5htp is fast becoming the most sought after weight management supplement on the market. 30 years of research and a recent mention on the Doctor Oz website have generated considerable buzz about this new weight loss wonder. But what exactly is 5htp, what does it do, and are there any side effects?
Following is a brief introduction, some facts and a summary of 5htp’s health benefits. 5-Hydroxytryptophan is an amino acid naturally occurring in small amounts in the body. It is synthesized from L-tryptophan, present in such whole food sources as pumpkins, potatoes, turkey, milk and cheese, and assorted greens. Incorporating these foods into one’s diet can result in higher 5-Hydroxytryptophan levels, but supplements can also provide an easy and equally viable option for those embarking on weight loss regimens.
Typically derived from a shrub indigenous to West and Central Africa, 5-Hydroxytryptophan is available in many over the counter forms, and it can be found in the health food or pharmacy sections of large supermarkets. Mucuna pruriens, a tropical legume, is another source. An offshoot of serotonin production, 5-Hydroxytryptophan aids in mood regulation. Double blind placebo studies have demonstrated its effectiveness at combating depression and promoting restful sleeping patterns. Boosted serotonin levels have also been linked with decreased appetite.
5-Hydroxytryptophan significantly increases levels of both amylin and leptin, the body’s natural appetite suppressants and fullness hormones. As referenced on the Doctor Oz website, 5-Hydroxytryptophan easily accesses the blood brain barrier, directly impacting brain function and stimulating the release of certain hormones, leaving one feeling fuller for longer periods of time and less subject to cravings.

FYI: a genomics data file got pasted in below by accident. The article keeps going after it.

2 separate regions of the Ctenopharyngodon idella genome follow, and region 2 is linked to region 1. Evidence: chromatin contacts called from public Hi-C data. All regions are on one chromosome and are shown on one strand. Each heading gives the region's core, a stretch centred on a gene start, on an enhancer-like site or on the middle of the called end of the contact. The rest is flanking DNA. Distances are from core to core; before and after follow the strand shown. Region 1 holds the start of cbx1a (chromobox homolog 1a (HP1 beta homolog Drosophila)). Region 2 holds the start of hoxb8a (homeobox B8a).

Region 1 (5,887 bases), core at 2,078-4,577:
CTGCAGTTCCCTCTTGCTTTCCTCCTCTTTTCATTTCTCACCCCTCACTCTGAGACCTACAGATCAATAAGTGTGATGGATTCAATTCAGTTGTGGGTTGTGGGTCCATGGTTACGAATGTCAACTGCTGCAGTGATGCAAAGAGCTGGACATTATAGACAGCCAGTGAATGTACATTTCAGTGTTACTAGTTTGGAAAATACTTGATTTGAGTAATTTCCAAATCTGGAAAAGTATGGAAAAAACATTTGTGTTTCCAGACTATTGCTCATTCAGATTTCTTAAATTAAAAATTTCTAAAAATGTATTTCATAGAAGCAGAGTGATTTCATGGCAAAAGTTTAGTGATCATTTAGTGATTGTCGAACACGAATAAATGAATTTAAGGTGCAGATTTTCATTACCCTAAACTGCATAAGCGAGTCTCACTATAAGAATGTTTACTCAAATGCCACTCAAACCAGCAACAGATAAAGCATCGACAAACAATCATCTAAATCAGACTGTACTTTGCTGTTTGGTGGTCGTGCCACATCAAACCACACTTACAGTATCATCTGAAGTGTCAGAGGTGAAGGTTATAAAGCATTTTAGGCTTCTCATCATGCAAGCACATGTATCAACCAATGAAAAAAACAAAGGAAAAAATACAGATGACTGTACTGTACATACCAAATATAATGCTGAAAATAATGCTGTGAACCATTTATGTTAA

Individuals on a diet of any kind will find 5-Hydroxytryptophan enables them to go longer periods on less calories, thus expediting weight loss at a steady, manageable rate. Researchers and experts especially recommend it for those who crave carbs nonstop.
A recent study found that of two groups of women whose food consumption was observed over five weeks, the group given 200 mg of 5-Hydroxytryptophan prior to meals consumed upwards of 1,000 calories less per day and experienced less hunger. The women involved in the study did not restrict their diets, nor exercise profusely, yet still experienced loss of weight.
Incorporating 5-Hydroxytryptophan into one’s diet should be done gradually, beginning with a small dose to assess tolerance. It is best taken approximately one half hour prior to meals, and periods of dosage should be cycled: 12 weeks on, one month off, etc. Two to three weeks may transpire before benefits begin to manifest.
Indirect evidence suggests that side effects of 5-Hydroxytryptophan may include damage to heart valves and/or cardiac fibrosis, or headaches and tremors, nausea, and diarrhea. It should be noted these side effects are primarily the result of contrary interactions between 5-Hydroxytryptophan and SSR/MAO inhibitors (antidepressants). For those who are not currently taking SSR/MAO inhibitors, 5-Hydroxytryptophan may provide relief of moderate mood disorders, anxiety, insomnia, and eating disorders.